Fei Long is in a bind. He has to present his sister as a diplomatic bride, but she’s run away. The solution? Train a tea girl to pass as a noble lady! No one will know! This reimagining of My Fair Lady includes some of the best pining I’ve ever read. Fei Long and Yan Ling are obviously meant to be together, but must honor their commitments. Up until the very end, I wasn’t sure how they were going to make their love story work. 

Trashed by Mia Hopkins

It’s a lot of drama, this book, but if you’re looking for an uptown girl kind of trope in which the uptown girl gets fired from her prestigious job as a chef because she can’t resist having kitchen sex with the neighborhood bad boy after he’s hired as a dishwasher at her restaurant, look no further. And then the rest of the book happens.

A Bollywood Affair by Sonali Dev

I’ve recommended Dev’s Raje series a LOT on this blog, but have you read her debut? Mili was a child bride; even though her husband never came to claim her, her status as a married woman gave her more freedom than the average young woman from her village. The problem? Her husband doesn’t realize that the marriage was legal and binding, so he sends his brother, Samir, to America to obtain a divorce. And of course, Samir is not exactly honest about his identity or intentions. TLDR: arranged marriage–dishonest beginnings mash-up FTW!!!!

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Saturday Smutty Six: Asian (American) Romance—Identity, Race, and Culture

May is Asian American/Pacific Islander Heritage Month, so this week and next week we’ll be highlighting some of our favorite romances by Asian (and Asian-American and Asian-Canadian) authors. This week, we focus on books where the emotional arc of the story is inextricably linked with questions of identity. 

My So-Called Bollywood Life by Nisha Sharma

Winnie processes events in her life by watching Bollywood movies. So when her boyfriend—who she thinks she’s fated to be with because of a prophecy—breaks up with her, she deals with it by watching movies and having dreams where Shah Rukh Khan gives her advice. This Young Adult romance offers not only a thoughtful portrait of a young woman crying to figure out her relationship with “destiny,” but also an excellent list of films to dive into if you want to dive into Bollywood cinema. 

Rebel Hard by Nalini Singh

So, Raj and Nayna are actually Asian New Zealander, but I am of the opinion that setting anything Down Under makes it better. I kid. (Kind of.) The point is, Raj and Nayna are both from relatively traditional Indian families, and they’re both seeking their future happiness but realize they have to come to terms with how their culture plays a role in their lives and decision making. It was a bit angsty for Singh, but maybe that just made it more satisfying.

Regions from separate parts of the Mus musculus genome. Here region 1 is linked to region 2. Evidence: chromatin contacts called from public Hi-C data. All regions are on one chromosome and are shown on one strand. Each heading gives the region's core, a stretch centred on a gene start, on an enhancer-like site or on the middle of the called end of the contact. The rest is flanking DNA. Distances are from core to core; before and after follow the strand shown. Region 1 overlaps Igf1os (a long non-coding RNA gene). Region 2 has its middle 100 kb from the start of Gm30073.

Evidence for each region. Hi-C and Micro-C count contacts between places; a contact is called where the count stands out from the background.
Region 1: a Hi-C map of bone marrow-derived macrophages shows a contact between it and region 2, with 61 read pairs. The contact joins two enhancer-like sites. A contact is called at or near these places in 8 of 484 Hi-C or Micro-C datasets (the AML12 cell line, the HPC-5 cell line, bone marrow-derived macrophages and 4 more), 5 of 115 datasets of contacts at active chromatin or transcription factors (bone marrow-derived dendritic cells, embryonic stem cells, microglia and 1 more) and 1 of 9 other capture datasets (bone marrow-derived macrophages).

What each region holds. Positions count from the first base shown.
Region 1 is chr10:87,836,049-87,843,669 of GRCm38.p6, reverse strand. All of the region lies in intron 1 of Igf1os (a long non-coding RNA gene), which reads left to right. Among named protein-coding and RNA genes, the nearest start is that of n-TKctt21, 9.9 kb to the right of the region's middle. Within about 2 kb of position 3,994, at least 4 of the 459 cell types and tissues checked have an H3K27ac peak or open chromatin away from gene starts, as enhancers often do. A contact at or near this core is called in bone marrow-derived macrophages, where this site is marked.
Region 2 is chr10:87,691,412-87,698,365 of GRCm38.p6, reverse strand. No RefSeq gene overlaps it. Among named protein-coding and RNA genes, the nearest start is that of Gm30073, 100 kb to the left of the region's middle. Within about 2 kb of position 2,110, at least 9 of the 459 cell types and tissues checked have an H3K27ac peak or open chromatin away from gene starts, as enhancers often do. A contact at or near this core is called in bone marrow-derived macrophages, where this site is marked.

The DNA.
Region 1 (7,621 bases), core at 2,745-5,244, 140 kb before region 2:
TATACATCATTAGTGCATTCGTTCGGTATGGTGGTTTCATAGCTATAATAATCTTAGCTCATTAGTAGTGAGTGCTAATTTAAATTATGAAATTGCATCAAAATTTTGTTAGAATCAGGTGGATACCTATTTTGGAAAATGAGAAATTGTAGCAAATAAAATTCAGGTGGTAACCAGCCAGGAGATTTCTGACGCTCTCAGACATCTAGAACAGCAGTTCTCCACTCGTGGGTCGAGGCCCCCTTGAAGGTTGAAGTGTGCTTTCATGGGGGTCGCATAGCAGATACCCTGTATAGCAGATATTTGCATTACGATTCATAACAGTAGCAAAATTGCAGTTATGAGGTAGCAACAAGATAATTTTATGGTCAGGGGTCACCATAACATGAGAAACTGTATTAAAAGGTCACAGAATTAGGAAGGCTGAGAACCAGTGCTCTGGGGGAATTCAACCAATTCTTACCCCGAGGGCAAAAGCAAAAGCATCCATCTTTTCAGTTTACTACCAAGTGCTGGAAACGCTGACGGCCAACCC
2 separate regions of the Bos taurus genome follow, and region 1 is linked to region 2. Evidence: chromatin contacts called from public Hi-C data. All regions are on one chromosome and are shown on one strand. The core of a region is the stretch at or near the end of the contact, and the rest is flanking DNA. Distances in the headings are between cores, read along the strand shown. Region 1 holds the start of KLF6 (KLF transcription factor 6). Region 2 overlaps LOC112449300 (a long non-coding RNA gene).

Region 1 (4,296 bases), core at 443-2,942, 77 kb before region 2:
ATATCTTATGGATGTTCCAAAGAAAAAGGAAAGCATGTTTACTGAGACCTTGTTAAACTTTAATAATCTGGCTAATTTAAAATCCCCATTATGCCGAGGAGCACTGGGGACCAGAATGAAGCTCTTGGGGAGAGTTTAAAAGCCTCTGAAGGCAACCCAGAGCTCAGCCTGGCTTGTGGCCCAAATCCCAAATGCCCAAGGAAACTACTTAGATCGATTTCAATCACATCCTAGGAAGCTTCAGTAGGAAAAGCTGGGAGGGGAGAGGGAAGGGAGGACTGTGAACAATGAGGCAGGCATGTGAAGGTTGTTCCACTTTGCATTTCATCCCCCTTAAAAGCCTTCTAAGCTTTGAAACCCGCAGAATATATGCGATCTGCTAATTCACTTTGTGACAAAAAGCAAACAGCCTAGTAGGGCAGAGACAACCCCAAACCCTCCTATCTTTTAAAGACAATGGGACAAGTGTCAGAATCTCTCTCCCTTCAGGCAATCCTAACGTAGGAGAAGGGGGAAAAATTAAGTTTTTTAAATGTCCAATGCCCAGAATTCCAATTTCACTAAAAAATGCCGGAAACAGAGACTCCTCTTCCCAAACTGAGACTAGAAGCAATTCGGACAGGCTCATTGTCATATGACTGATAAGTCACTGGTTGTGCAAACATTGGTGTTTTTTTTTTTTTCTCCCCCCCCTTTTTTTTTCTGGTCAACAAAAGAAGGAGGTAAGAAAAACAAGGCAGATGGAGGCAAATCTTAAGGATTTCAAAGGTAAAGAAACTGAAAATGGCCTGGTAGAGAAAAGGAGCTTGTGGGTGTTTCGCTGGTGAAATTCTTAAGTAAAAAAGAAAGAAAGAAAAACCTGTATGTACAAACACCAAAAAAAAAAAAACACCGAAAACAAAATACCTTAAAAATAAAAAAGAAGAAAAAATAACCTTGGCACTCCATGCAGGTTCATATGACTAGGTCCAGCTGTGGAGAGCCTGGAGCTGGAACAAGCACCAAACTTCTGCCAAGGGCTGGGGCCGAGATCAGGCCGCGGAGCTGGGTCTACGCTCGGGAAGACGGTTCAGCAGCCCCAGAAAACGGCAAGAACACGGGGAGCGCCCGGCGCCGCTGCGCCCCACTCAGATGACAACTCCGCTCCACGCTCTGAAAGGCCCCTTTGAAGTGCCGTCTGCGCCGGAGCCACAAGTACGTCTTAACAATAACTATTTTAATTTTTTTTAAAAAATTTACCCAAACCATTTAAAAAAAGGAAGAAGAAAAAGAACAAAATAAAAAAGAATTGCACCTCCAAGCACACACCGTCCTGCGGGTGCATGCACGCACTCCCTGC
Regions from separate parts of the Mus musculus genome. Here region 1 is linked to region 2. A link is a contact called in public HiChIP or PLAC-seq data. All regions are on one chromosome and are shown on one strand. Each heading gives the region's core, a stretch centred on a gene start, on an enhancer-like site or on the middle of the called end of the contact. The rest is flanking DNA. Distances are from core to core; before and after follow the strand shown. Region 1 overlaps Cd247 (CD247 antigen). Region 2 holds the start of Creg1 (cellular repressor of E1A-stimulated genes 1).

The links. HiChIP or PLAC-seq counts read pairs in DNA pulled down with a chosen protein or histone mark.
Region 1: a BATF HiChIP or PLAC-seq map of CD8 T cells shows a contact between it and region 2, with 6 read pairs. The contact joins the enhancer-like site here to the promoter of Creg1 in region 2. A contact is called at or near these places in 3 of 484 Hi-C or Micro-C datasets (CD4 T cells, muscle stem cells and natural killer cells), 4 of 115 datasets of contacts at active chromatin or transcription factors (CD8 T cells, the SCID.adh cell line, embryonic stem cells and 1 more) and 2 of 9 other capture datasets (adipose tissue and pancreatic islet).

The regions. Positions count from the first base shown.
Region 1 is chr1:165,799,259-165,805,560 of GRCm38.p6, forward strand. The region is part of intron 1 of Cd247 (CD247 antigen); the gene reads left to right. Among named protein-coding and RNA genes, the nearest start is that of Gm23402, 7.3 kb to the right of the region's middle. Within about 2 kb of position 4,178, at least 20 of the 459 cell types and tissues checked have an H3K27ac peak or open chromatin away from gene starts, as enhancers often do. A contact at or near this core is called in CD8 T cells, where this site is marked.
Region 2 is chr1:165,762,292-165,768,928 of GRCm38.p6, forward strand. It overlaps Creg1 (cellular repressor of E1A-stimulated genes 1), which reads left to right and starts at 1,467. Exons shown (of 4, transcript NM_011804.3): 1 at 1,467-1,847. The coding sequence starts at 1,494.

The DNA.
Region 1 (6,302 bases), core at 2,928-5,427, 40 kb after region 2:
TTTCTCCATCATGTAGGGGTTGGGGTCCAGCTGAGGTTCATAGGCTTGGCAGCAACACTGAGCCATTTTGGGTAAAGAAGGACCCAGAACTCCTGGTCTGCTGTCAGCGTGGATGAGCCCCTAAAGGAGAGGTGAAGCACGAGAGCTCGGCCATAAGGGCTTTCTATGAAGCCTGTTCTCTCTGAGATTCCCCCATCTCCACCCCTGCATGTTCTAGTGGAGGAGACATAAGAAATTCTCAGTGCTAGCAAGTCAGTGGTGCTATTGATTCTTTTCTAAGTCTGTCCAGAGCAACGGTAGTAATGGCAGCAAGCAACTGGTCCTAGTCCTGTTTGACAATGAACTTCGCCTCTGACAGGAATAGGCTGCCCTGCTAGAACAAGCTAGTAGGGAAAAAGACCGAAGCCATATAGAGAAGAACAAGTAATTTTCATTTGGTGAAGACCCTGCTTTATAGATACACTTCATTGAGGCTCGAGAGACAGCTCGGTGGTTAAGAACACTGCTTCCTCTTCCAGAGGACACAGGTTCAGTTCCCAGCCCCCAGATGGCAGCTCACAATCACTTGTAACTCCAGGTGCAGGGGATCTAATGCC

The Duke Who Didn’t by Courtney Milan

Jeremy Wentworth, Duke of Lansing, is half-Chinese. And the place where he feels most at home is the town of Wedgeford, where he goes every year for the annual “trials” (kind of an epic village-wide capture the flag situation?)—and pretends to be just a regular guy. He’s been in love with Chloe for years, and swears that this year he will prove himself worthy of her. What’s great about this book is that Milan unpacks the racism faced by the characters gradually, slowly revealing how their circumstances have shaped their personalities. 

Ice Cream Lover by Jackie Lau

This light-hearted romp about an ice cream shop owner and a guy who hates ice cream is both hilarious and a thoughtful examination of identity. As a biracial woman whose (white) father “doesn’t see color”, Chloe deals with strong feelings of alienation, both from her family and from the Asian-Canadian community in Toronto. Her ice cream shop, which specializes in flavors like durian, red bean, and green tea in memory of her late mother, and her burgeoning relationship with Drew, are both avenues through which Chloe creates space for herself. 

Ayesha at Last by Uzma Jalaluddin

In this Pride and Prejudice retelling, Ayesha and Khalid navigate the tensions between devout Muslim faith, family expectations, cultural assimilation, and their own desires. There’s a lot there, but Jalaluddin skillfully weaves together their internal conflicts and a beautiful slow burn romance. There is a lot of pining, and one of the most sexually fraught moments of fully-clothed face touching ever written. 

Counting Down with You by Tashie Bhuiyan

In this YA romance, we have a very bright young woman who desperately wants to study English while her parents insist she study pre-med. When her parents go away for a month, leaving her with her grandma and brother, she ends up agreeing to tutor the school’s bad boy (who, spoiler—is actually a very thoughtful and talented musician). Through Karina’s relationship with Ace, Karina learns to advocate for herself within the loving (but often restrictive) confines of her family.